CEO, Co-Founder of VerbalizeIt
It’s one of the shortest words but one of the hardest for an entrepreneur to utter. When is it okay to say, “no” in the context of building a business? Aren’t we always beholden to our customers? Do right by them always and surely you’ll build the right business, right?
No. Not necessarily.
Saying “yes” to everything, especially those requests that fall outside of our core competencies can result in an entrepreneur spreading herself far too thin. I suggested this much in a recent post titled, “The Dirtiest Word in an Entrepreneur’s Vocabulary.”
Secondly, you can’t simply skate to where the puck is today. The truly disruptive entrepreneur skates to where she believes the puck is headed. Customers don’t always know what they want and you as the entrepreneur are the visionary. Of course, this doesn’t mean that you should never validate your business concepts with your customers. Customer feedback is incredibly important, but nothing truly disruptive was created from following the status quo. It’s up to you to filter the good feedback from the bad as you execute on your business strategy.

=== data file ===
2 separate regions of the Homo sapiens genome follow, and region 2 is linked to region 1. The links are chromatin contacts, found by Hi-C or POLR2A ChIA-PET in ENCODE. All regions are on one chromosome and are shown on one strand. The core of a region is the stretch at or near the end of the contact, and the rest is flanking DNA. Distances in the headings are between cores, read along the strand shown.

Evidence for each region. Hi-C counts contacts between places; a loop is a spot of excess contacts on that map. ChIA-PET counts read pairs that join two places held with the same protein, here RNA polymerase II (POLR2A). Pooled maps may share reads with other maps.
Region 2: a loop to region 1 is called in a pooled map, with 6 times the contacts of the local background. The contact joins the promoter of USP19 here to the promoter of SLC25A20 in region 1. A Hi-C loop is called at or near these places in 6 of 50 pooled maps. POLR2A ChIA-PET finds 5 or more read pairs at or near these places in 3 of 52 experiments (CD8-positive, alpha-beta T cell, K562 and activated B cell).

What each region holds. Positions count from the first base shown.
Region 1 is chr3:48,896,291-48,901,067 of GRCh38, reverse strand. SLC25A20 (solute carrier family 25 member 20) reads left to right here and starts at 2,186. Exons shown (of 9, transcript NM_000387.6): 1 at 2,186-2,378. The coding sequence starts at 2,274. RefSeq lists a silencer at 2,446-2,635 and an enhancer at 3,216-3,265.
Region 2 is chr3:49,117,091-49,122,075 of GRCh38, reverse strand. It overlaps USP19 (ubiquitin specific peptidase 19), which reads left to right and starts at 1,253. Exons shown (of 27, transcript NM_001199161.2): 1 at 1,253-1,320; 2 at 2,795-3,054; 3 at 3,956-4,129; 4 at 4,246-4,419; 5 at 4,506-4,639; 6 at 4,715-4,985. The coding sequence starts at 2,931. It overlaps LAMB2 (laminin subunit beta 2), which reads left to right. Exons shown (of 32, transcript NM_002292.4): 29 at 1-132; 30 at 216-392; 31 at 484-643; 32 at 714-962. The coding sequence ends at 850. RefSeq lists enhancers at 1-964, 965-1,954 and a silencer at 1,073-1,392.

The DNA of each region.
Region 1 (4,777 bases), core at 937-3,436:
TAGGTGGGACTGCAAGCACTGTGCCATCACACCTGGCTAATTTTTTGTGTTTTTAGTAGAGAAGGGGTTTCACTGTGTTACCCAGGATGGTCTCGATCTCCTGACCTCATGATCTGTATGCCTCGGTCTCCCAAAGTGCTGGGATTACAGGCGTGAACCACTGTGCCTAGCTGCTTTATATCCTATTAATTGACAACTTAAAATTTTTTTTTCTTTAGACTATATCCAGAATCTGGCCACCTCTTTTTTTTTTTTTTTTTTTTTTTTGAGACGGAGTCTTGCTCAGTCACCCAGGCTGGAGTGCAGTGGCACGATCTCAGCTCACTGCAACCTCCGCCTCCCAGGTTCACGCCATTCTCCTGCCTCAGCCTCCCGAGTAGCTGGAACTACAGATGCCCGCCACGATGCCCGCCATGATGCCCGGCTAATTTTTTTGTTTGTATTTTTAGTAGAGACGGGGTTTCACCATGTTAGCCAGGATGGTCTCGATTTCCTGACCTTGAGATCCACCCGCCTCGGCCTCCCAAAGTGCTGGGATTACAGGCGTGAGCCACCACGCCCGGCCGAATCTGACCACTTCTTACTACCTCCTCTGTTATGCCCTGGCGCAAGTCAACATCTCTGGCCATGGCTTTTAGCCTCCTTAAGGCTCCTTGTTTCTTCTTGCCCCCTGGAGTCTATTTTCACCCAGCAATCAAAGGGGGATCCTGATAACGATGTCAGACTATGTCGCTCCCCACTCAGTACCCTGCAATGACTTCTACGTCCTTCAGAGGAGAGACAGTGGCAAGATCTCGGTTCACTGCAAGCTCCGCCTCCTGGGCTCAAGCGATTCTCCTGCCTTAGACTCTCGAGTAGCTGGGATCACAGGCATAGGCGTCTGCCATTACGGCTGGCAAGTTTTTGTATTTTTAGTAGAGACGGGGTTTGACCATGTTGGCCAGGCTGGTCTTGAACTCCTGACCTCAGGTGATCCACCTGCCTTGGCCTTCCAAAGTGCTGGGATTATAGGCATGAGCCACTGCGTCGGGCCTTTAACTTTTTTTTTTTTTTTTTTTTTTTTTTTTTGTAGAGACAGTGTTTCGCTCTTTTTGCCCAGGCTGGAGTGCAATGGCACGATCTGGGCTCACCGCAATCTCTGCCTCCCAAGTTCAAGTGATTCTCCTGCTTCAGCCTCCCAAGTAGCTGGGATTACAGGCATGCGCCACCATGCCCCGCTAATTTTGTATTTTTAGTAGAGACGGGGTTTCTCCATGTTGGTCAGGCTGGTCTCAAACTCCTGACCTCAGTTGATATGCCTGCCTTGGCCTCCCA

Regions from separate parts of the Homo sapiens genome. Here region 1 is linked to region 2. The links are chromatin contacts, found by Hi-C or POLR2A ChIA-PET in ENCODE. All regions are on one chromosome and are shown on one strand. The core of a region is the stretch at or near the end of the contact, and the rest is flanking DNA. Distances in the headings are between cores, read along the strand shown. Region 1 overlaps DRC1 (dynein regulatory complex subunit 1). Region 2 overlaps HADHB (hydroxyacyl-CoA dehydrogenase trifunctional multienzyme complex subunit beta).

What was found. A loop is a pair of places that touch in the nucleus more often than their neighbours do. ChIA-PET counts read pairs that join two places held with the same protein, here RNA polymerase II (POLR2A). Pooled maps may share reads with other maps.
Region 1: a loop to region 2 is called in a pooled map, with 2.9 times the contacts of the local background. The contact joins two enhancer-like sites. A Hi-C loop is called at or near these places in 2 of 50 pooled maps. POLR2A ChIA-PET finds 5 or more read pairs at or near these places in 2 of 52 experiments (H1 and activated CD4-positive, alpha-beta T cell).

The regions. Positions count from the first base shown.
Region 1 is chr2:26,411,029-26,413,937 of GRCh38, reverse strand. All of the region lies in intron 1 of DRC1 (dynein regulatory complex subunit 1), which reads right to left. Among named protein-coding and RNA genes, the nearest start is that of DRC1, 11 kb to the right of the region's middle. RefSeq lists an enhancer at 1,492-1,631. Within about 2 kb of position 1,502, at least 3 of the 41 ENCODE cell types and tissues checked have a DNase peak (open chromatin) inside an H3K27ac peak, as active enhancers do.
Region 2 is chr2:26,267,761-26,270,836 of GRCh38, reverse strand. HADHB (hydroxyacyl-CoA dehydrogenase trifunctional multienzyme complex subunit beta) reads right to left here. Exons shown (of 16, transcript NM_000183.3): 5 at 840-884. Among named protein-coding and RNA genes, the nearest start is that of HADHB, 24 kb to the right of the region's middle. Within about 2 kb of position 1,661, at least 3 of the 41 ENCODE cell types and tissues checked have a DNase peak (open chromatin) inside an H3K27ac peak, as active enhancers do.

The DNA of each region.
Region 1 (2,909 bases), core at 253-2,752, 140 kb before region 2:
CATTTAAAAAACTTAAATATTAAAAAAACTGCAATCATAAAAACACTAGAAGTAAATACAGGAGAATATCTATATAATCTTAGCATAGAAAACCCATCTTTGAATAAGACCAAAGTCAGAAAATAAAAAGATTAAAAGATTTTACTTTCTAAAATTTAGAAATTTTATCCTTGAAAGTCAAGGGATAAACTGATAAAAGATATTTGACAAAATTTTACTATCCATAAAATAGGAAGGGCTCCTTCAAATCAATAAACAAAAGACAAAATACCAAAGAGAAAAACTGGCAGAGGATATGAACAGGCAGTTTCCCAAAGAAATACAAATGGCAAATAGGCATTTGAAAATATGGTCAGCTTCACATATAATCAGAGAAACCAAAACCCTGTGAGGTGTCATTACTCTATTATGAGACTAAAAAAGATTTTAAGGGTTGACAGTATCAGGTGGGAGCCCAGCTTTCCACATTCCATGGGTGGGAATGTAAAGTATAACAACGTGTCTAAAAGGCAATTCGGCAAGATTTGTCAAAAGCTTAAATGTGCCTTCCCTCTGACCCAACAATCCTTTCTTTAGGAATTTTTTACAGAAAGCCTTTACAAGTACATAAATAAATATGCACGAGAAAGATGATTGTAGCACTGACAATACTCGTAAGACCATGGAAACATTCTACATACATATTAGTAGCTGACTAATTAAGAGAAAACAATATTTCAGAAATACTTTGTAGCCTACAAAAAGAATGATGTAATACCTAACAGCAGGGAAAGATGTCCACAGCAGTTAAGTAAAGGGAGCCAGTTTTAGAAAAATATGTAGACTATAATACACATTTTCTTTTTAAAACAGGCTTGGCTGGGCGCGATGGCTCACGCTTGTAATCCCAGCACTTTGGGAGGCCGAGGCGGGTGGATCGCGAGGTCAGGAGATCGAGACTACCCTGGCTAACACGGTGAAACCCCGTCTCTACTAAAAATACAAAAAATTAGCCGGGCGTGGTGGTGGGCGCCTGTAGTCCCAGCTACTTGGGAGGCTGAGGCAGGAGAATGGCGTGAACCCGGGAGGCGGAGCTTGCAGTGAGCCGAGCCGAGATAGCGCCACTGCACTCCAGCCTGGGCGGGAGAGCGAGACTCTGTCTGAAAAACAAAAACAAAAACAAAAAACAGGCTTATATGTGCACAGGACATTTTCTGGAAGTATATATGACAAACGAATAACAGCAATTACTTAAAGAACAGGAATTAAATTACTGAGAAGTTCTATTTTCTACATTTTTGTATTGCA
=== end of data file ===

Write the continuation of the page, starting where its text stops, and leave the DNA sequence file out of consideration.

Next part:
Easier said than done, right?
What if by turning down this opportunity I’m missing out on an enormous payday? Call this the FOMO (“Fear of Missing Out”) that any rational person experiences.
When we launched VerbalizeIt, it was near impossible to turn away from revenue opportunities, even if they fell outside of our core strengths. For example, as a crowdsourced translation business, we attracted requests from companies looking to utilize our workforce to transcribe content. Initially, we accepted such requests. Revenue is revenue, right? Unfortunately, doing so meant launching additional product lines and the process severely strained our precious time, financial and talent resources. Ultimately, we learned to focus in on our strength and on the path most closely aligned with our vision. It was a near-term revenue tradeoff in order to achieve our long-term and more impactful vision.
The good entrepreneur does her best to listen to her customers. The great one is able to incorporate the right customer feedback without losing sight of the long-term vision.
How has saying “no” positively or negatively affected your business?
Ryan Frankel is CEO of VerbalizeIt. He’s a travel and endurance athletics enthusiast and a former investor on behalf of Goldman Sachs. In 2014, he was named CEO of the Year by SmartCEO Magazine and he is an Inc. Magazine Top 35 Under 35 Entrepreneur. He lives in New York City with his beautiful wife and pair of running shoes. Write to the author at firstname.lastname@example.org.